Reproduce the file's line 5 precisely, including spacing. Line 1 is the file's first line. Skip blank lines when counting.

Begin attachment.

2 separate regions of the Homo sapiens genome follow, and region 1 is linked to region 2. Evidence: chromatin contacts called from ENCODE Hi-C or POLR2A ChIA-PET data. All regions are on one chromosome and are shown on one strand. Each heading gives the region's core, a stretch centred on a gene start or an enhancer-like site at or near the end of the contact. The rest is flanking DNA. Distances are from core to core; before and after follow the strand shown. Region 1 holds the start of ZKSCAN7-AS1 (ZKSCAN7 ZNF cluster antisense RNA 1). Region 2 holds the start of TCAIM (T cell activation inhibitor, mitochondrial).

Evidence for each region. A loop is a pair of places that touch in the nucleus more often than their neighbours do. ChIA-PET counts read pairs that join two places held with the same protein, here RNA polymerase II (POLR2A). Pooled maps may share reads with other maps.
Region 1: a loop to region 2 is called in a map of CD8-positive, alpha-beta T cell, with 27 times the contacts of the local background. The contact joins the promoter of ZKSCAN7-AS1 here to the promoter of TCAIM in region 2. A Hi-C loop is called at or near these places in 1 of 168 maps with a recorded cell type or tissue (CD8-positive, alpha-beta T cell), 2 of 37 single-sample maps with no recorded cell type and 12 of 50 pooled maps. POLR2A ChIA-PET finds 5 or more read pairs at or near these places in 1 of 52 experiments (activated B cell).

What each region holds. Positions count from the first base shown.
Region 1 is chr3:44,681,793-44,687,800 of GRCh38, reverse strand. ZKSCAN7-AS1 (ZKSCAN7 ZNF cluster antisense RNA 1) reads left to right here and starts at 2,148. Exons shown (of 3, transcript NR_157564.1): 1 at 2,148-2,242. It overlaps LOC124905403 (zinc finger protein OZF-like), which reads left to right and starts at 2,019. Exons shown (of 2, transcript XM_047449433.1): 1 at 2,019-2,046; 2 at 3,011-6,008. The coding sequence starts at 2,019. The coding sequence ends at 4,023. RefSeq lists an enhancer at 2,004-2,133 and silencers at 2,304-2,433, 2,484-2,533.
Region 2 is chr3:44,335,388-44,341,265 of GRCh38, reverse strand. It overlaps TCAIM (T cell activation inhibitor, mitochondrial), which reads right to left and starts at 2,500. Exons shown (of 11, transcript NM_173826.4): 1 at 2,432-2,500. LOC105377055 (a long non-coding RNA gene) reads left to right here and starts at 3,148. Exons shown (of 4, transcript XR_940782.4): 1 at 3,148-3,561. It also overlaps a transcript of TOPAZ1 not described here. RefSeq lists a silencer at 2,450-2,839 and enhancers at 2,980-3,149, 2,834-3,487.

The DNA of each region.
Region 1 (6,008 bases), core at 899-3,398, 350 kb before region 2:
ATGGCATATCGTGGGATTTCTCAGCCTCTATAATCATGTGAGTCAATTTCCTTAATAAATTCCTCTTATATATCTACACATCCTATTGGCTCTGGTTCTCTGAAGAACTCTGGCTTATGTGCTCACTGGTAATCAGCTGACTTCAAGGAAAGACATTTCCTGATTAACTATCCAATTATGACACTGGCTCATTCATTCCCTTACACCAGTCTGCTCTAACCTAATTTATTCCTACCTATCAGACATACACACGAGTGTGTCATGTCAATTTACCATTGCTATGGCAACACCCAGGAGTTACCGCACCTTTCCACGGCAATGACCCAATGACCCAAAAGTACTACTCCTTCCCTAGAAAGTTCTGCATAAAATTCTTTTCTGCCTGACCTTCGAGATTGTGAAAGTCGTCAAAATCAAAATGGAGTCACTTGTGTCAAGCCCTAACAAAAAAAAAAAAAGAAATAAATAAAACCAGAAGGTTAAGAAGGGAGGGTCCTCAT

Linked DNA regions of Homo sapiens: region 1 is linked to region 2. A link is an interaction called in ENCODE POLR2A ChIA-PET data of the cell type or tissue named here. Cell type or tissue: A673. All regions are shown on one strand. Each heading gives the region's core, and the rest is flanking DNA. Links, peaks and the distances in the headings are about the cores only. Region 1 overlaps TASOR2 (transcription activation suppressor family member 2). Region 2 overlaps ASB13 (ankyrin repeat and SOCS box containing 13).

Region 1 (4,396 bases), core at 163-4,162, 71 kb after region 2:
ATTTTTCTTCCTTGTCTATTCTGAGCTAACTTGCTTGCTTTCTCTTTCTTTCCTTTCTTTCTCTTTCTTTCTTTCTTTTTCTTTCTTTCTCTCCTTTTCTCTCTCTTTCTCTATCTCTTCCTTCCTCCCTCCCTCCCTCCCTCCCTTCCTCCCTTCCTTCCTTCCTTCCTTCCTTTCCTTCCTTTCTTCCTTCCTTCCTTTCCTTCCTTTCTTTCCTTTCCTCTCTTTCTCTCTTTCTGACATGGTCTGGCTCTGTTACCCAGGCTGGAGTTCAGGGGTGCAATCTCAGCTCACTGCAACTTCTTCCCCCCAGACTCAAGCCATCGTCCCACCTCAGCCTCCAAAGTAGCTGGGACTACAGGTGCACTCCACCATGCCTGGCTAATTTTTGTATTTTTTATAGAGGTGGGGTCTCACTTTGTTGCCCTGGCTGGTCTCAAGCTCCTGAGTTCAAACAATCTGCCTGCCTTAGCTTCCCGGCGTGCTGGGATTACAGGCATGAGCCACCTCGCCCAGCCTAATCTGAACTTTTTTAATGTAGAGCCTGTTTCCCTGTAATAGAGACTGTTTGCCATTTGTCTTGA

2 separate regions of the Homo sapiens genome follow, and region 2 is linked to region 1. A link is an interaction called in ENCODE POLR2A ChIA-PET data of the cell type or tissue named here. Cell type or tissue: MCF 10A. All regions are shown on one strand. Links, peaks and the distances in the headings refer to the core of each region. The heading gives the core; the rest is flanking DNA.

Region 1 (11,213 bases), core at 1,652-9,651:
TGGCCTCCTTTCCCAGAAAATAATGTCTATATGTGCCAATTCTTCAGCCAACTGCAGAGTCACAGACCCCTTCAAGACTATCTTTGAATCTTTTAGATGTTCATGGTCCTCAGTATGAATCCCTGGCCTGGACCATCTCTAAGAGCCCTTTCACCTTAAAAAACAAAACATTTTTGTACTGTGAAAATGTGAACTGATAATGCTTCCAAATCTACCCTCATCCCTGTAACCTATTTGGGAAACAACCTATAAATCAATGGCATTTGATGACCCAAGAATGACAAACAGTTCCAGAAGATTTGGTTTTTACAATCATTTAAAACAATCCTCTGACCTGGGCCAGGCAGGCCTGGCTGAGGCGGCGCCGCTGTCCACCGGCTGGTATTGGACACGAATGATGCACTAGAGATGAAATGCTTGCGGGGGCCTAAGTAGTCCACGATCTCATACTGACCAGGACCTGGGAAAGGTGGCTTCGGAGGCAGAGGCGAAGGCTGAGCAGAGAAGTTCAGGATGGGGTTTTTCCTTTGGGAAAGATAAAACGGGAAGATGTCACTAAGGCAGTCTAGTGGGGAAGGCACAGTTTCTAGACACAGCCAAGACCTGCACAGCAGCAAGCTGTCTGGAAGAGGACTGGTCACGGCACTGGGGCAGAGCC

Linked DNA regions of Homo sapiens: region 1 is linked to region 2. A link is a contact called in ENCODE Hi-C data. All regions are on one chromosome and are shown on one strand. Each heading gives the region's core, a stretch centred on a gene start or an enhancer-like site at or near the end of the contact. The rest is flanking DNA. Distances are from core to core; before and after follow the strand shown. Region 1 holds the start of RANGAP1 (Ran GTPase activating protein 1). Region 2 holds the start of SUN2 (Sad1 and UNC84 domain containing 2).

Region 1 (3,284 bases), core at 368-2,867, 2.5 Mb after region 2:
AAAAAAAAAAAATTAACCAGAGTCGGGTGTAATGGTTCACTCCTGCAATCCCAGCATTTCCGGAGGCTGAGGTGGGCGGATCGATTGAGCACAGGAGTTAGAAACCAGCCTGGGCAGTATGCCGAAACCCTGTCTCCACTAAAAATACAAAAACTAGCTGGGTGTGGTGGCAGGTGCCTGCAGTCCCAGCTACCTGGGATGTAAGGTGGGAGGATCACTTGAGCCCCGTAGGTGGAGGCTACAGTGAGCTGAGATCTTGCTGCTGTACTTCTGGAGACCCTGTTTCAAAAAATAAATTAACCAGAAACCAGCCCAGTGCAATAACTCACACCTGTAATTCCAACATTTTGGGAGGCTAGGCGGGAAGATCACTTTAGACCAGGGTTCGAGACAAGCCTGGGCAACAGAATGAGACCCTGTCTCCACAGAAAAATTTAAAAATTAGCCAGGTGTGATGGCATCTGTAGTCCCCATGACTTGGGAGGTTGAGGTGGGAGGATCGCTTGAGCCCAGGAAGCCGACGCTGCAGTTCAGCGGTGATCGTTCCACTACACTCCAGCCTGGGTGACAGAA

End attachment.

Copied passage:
Region 1 is chr3:44,681,793-44,687,800 of GRCh38, reverse strand. ZKSCAN7-AS1 (ZKSCAN7 ZNF cluster antisense RNA 1) reads left to right here and starts at 2,148. Exons shown (of 3, transcript NR_157564.1): 1 at 2,148-2,242. It overlaps LOC124905403 (zinc finger protein OZF-like), which reads left to right and starts at 2,019. Exons shown (of 2, transcript XM_047449433.1): 1 at 2,019-2,046; 2 at 3,011-6,008. The coding sequence starts at 2,019. The coding sequence ends at 4,023. RefSeq lists an enhancer at 2,004-2,133 and silencers at 2,304-2,433, 2,484-2,533.